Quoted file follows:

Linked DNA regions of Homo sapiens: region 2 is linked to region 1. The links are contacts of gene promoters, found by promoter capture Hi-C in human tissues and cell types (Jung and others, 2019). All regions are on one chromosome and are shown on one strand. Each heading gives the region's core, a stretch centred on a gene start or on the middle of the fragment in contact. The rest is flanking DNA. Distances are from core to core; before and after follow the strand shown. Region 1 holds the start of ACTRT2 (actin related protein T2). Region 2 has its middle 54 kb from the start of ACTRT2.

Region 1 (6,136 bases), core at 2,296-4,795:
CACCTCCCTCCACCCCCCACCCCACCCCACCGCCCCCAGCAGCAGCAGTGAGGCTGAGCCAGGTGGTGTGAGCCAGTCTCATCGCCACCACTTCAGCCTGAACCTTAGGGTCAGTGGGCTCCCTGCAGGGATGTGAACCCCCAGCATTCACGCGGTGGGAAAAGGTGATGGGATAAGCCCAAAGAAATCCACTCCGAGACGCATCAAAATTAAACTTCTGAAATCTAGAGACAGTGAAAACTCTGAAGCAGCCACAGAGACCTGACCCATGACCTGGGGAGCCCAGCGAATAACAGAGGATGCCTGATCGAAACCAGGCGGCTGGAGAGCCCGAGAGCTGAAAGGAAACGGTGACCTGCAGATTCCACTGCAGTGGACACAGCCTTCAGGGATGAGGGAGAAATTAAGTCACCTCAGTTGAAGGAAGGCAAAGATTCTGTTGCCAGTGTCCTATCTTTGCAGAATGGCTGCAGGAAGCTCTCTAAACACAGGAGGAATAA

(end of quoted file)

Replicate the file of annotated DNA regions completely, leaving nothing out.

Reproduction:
Linked DNA regions of Homo sapiens: region 2 is linked to region 1. The links are contacts of gene promoters, found by promoter capture Hi-C in human tissues and cell types (Jung and others, 2019). All regions are on one chromosome and are shown on one strand. Each heading gives the region's core, a stretch centred on a gene start or on the middle of the fragment in contact. The rest is flanking DNA. Distances are from core to core; before and after follow the strand shown. Region 1 holds the start of ACTRT2 (actin related protein T2). Region 2 has its middle 54 kb from the start of ACTRT2.

Region 1 (6,136 bases), core at 2,296-4,795:
CACCTCCCTCCACCCCCCACCCCACCCCACCGCCCCCAGCAGCAGCAGTGAGGCTGAGCCAGGTGGTGTGAGCCAGTCTCATCGCCACCACTTCAGCCTGAACCTTAGGGTCAGTGGGCTCCCTGCAGGGATGTGAACCCCCAGCATTCACGCGGTGGGAAAAGGTGATGGGATAAGCCCAAAGAAATCCACTCCGAGACGCATCAAAATTAAACTTCTGAAATCTAGAGACAGTGAAAACTCTGAAGCAGCCACAGAGACCTGACCCATGACCTGGGGAGCCCAGCGAATAACAGAGGATGCCTGATCGAAACCAGGCGGCTGGAGAGCCCGAGAGCTGAAAGGAAACGGTGACCTGCAGATTCCACTGCAGTGGACACAGCCTTCAGGGATGAGGGAGAAATTAAGTCACCTCAGTTGAAGGAAGGCAAAGATTCTGTTGCCAGTGTCCTATCTTTGCAGAATGGCTGCAGGAAGCTCTCTAAACACAGGAGGAATAA